Spontini: La Vestale. Montserrat Caballé. Liceu 1982. Full opera.
 
Nunzio Todisco (Licinio)
Montserrat Caballé (Giulia)
Vicente Sardinero (Cinna)
Graziano Monachesi (Gran sacerdote)
Bruna Baglioni (Gran Vestale)
Ramón Gajas (Console)
Jesús Castillón (Arexpex)
Carlo Felice Cillario (Conductor)
Gran Teatre del Liceu. Barcelona. December, 29. 1982.
 
 
 
 
 
La Vestale - Gaspare Spontini
 
La Grande Vestale - Denyce Graves
Licinius - Anthony Michaels-Moore
Cinna - J Patrick Raftery
Le Souveraine Pontife - Dimitri Kavrakos
Julia - Karen Huffstodt
Le Chef des Auspices - Aldo Bramante

Conductor - Riccardo Muti
Orchestra - Teatro alla Scala
Chorus - Teatro alla Scala
1993

 
 
 
 
 
Gaspare Spontini - Ouverture La Vestale (1807)
 
Ouverture La Vestale (1807)

The Bavarian Radio Symphony Orchestra conducted by Gustav Kuhn

 
 
 
 
 
 
 
Maria Callas - La Vestale - Tu che invoco con orrore (part1) (Hamburg 1959)
 
Tu che invoco con orrore (La Vestale, act 2)
Sinfonieorchester des Norddeutschen Runfunks
Conducted by Nicola Rescigno
Hamburg 1959
 
 
 
 
 
 
 
Maria Callas - La Vestale - Tu che invoco con orrore (part2) (Hamburg 1959)
 
 
 
 
 
 
 
 
Gaspare Spontini: Olimpia - Milano, 1966 (Lorengar, Cossotto, Tagliavini; dir. Molinari-Pradelli)
 
Olimpia: Pilar Lorengar
Statira: Fiorenza Cossotto
Cassandro: Franco Tagliavini
Antigono: Giangiacomo Guelfi
High Priest: Nicola Zaccaria
Hermas: Silvio Majonica
Coro e Orchestra del Teatro alla Scala
dir. Francesco Molinari-Pradelli
rec. June 6th 1966.
 
 
 
 
 
 
 
 
"Fernand Cortez" - 1809
 

Fernand Cortez, ou La conquête du Mexique (Hernán Cortés, or The Conquest of Mexico) is an opéra in three acts by Gaspare Spontini with a French libretto by Etienne de Jouy and Joseph-Alphonse d’Esmenard. It was first performed on 28 November 1809 by the Académie Impériale de Musique (Paris Opera) at the Salle Montansier.

 

Background and performance history

The opera was originally intended as political propaganda to support the Emperor Napoleon's invasion of Spain in 1808. Cortez symbolises Napoleon while the bloodthirsty Aztec priests are meant to represent the Spanish Inquisition. The emperor himself is said to have suggested the theme of the opera to Spontini and the premiere was held in his presence. The popularity of the piece declined with the waning of the French army's fortunes in Spain.

The 1809 premiere was famous for its spectacular effects, including the appearance of 17 live horses on stage. Critics complained about the adventurous harmony and the loudness of the music. The richness of the staging, extensive use of dance and the treatment of an historical subject make Spontini's work the precursor of French Grand Opera. It was greatly admired by Hector Berlioz.

Spontini substantially revised the opera for a revival in Paris on 28 May 1817. Two further revisions were made for performances in Berlin in 1824 and 1832.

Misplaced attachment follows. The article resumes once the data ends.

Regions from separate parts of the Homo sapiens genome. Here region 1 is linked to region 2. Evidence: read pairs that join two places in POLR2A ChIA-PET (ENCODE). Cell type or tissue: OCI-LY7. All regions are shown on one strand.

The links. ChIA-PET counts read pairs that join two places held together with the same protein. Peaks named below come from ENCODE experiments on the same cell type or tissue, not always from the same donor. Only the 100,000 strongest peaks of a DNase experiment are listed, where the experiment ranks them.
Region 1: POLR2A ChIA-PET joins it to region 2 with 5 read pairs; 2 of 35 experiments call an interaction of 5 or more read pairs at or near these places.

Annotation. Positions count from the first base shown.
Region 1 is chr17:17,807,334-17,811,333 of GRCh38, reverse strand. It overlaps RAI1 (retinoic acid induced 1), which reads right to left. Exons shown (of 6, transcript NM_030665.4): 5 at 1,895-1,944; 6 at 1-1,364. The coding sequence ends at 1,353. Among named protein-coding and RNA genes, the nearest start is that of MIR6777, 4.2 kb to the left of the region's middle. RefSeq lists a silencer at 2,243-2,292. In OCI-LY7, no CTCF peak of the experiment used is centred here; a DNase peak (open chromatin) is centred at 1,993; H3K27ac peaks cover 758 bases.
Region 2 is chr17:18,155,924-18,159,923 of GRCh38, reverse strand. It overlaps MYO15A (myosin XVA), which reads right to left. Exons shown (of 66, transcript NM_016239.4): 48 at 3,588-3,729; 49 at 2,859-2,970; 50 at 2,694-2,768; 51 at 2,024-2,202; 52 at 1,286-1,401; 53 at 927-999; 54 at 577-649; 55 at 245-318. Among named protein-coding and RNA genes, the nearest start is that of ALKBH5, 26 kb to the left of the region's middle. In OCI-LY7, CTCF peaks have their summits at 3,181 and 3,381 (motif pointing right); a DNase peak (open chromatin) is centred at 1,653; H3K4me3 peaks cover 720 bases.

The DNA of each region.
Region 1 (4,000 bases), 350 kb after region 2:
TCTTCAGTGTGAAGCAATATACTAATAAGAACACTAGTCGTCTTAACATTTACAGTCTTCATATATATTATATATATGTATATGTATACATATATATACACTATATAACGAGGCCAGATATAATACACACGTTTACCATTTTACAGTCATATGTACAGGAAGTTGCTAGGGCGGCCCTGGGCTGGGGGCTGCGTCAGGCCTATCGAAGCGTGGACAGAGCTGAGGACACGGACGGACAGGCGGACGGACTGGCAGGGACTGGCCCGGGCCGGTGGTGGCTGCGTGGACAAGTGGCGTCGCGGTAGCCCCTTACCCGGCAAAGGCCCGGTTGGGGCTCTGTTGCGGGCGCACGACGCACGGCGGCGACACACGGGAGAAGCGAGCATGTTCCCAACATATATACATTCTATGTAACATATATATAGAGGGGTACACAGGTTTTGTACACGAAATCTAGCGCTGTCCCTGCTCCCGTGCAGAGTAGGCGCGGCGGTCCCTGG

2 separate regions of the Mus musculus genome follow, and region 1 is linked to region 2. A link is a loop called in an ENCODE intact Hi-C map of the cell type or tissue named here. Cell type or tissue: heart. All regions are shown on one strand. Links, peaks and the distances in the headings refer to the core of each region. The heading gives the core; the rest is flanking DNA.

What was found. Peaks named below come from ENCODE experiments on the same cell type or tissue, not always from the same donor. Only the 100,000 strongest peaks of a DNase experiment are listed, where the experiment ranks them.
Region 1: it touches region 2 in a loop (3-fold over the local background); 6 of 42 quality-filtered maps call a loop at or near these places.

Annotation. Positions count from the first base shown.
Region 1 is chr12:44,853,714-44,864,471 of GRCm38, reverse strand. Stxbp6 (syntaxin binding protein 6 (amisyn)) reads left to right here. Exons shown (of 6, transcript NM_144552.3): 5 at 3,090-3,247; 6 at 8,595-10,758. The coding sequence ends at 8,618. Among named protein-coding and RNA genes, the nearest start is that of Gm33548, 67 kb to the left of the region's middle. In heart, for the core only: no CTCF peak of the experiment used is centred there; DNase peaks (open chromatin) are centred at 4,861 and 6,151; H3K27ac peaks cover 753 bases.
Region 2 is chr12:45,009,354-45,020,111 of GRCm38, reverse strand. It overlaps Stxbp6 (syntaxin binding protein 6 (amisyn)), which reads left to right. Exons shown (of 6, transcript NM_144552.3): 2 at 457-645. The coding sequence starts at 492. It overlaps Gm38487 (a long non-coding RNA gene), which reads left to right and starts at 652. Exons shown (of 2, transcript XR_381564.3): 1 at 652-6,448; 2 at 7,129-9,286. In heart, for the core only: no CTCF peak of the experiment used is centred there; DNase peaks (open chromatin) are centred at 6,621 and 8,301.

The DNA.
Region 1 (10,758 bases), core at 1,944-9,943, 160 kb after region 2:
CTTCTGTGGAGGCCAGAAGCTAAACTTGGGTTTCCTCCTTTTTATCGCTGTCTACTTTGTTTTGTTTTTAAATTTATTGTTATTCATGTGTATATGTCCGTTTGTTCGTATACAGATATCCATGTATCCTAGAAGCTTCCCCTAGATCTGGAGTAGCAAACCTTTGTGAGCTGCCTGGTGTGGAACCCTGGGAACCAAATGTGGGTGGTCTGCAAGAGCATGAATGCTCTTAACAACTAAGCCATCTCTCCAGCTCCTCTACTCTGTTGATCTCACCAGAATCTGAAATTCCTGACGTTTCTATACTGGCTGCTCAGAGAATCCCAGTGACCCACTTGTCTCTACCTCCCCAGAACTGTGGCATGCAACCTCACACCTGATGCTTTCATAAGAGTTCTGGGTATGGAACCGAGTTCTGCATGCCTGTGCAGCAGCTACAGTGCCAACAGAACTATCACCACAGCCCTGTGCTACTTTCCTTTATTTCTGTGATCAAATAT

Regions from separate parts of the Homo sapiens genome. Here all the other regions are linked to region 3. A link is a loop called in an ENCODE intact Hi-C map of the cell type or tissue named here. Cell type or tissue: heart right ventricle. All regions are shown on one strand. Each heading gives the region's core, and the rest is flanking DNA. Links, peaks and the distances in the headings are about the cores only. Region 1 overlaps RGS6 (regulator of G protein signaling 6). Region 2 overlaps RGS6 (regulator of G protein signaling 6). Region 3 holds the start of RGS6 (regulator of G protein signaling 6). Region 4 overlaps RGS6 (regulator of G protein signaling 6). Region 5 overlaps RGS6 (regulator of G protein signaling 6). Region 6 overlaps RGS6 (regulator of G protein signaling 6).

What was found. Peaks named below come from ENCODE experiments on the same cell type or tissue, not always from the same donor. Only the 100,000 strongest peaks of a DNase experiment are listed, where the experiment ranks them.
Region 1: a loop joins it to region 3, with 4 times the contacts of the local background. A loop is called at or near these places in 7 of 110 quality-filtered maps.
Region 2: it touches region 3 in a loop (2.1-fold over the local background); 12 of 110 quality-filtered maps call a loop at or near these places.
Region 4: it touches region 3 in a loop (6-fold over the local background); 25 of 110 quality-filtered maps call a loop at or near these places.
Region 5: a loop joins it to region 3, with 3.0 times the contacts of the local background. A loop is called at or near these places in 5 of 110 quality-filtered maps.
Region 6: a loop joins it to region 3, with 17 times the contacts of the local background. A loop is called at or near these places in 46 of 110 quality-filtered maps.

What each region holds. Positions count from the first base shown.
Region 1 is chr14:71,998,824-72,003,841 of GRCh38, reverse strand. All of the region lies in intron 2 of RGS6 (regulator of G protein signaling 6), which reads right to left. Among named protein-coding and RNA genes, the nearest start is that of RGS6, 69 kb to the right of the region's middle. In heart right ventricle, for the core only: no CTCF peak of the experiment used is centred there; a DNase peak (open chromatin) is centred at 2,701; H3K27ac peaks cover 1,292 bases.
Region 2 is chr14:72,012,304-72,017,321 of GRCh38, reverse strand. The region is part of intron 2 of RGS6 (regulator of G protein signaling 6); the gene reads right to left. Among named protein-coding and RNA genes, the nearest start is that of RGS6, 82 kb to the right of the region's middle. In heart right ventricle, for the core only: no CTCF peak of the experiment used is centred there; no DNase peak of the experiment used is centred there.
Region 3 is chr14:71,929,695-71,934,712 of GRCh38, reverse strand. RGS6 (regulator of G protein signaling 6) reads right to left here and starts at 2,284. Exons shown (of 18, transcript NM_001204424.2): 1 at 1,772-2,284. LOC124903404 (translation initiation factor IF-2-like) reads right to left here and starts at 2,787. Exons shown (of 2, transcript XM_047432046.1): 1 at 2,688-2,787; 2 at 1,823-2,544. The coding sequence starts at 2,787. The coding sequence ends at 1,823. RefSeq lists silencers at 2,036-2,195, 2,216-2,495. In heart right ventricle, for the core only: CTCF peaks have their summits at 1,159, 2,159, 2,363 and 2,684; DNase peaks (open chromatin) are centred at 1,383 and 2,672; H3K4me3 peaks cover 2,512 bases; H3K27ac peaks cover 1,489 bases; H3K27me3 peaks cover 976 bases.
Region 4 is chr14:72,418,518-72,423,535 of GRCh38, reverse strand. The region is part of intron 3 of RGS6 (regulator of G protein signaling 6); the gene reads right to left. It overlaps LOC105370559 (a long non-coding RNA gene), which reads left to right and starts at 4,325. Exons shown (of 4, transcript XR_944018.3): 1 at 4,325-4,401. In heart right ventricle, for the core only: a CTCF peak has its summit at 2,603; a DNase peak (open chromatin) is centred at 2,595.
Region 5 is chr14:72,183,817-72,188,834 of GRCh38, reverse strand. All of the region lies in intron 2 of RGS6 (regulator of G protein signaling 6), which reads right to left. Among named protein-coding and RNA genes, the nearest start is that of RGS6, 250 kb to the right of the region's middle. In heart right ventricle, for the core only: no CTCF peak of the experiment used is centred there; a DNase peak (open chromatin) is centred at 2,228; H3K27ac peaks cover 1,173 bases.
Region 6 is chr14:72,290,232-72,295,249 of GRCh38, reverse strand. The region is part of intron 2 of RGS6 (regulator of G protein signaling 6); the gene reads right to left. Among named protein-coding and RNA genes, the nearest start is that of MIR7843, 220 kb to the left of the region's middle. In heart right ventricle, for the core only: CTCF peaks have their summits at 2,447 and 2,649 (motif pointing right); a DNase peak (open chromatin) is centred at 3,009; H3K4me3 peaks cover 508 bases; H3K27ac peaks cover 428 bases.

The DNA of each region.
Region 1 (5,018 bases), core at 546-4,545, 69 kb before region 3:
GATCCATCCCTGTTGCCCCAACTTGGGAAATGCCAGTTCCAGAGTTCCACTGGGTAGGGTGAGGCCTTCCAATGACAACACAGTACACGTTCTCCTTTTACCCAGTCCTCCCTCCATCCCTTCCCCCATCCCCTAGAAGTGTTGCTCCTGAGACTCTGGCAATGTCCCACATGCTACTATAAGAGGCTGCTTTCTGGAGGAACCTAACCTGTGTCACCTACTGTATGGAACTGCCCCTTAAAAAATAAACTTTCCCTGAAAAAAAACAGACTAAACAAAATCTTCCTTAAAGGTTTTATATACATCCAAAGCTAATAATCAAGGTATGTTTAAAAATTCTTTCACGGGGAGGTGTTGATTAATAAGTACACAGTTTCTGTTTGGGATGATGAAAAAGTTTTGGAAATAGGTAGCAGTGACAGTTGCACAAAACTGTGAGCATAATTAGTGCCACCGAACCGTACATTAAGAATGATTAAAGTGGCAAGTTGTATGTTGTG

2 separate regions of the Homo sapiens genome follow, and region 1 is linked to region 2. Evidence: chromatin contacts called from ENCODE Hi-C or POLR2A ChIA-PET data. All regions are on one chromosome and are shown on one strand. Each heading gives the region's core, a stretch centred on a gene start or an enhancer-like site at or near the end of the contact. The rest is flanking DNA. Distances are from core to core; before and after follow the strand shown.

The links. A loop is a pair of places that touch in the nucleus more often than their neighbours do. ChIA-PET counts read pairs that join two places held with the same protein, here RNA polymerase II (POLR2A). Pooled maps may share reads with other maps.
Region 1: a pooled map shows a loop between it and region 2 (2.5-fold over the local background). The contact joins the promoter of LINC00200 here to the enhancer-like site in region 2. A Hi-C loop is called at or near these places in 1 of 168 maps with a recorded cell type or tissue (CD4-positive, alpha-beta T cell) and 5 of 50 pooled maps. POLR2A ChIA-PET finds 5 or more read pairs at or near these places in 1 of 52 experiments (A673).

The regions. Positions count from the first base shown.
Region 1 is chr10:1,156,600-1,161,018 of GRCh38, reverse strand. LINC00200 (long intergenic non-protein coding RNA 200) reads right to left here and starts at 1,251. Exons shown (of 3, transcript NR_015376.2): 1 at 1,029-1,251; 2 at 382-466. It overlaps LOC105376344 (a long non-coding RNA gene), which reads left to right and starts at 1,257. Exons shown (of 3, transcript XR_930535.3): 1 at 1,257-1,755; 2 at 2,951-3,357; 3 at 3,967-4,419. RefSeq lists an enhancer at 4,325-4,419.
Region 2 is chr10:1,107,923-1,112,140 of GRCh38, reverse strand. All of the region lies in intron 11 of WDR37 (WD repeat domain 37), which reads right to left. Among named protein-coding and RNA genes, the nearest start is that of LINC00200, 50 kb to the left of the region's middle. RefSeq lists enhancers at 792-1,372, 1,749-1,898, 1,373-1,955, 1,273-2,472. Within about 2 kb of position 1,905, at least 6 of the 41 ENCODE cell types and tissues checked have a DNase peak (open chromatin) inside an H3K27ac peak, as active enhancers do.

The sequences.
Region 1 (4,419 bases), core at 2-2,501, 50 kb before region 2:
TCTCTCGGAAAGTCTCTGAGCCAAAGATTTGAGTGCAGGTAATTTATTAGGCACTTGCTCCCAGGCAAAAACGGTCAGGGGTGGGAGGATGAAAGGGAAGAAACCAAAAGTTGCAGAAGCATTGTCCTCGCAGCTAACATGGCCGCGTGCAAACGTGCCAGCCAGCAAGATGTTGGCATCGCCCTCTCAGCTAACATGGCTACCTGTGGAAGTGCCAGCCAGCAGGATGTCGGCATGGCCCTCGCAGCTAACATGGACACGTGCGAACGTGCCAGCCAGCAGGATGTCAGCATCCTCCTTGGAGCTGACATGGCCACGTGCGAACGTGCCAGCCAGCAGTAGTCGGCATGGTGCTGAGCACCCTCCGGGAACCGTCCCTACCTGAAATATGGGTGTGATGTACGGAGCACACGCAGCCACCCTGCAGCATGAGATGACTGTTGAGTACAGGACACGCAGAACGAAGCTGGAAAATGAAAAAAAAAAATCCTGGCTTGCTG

Synopsis
This is based on the original version of 1809.

Act 1
The opera is based on the story of the Spanish conquistador, Hernán Cortés, and his invasion of Aztec Mexico. At the beginning of the opera, Cortez persuades his mutinous troops not to embark for home. His brother, Alvaro, is a prisoner of the Aztecs and Cortez is also in love with the Aztec princess, Amazily. Amazily's brother, Télasco, arrives and tells the Spaniards to leave Mexico. Cortez responds by setting fire to his own ships.

Act 2
The Spaniards advance on the Aztec temple with Télasco their prisoner. They succeed in freeing Alvaro. Télasco accuses his sister Amazily of being a traitor and the Aztecs threaten to behead her if Alvaro is not returned to them. Amazily decides to sacrifice herself and hands herself over to the Aztecs. Cortez orders his men to attack the temple.

Act 3
In the temple, the priests prepare to sacrifice Alvaro when Amazily arrives. An oracle from the god announces that he wants the blood of his enemies. News arrives that the Aztec emperor Montezuma has been captured by the Spaniards. The high priest decides to go ahead with the sacrifice of Amazily. The Spaniards arrive just in time to save her. Amazily and Cortez are united in marriage.

From Wikipedia, the free encyclopedia

 
 
Gaspare Spontini - FERNANDO CORTEZ - 1809
 
Personaggi e interpreti: Amazili: Angeles Gulin, Fernando Cortez: Bruno Prevedi, Alvaro
Aldo Bottion, Telasco: Antonio Blancas Laplaza, Grande Sacerdote: Luigi Roni
Montezuma: Ivan Stefanov, Morales: Carlo del Bosco
Orchestra e Coro di Torino Rai - Direttore Lovro von Matacic
Rai Torino 11.01.1974
 
 
 
 
 
 
 
 
Gaspare Spontini - Notturno Concertante (Naples 1795)
 
Francesco Chirivi (Adaption & Flute) Andrea Mion (Baroque Oboe) - Accademia Barocca Dorica
 
 
 
 
 
 
 
 
Gaspare Spontini, Aria Milton, tuba solo
 
Concert held in Teatro "Gaspare Spontini" - Maiolati Spontini (AN) Italy 30/08/2008
"Trivio e Quadrivio" Festival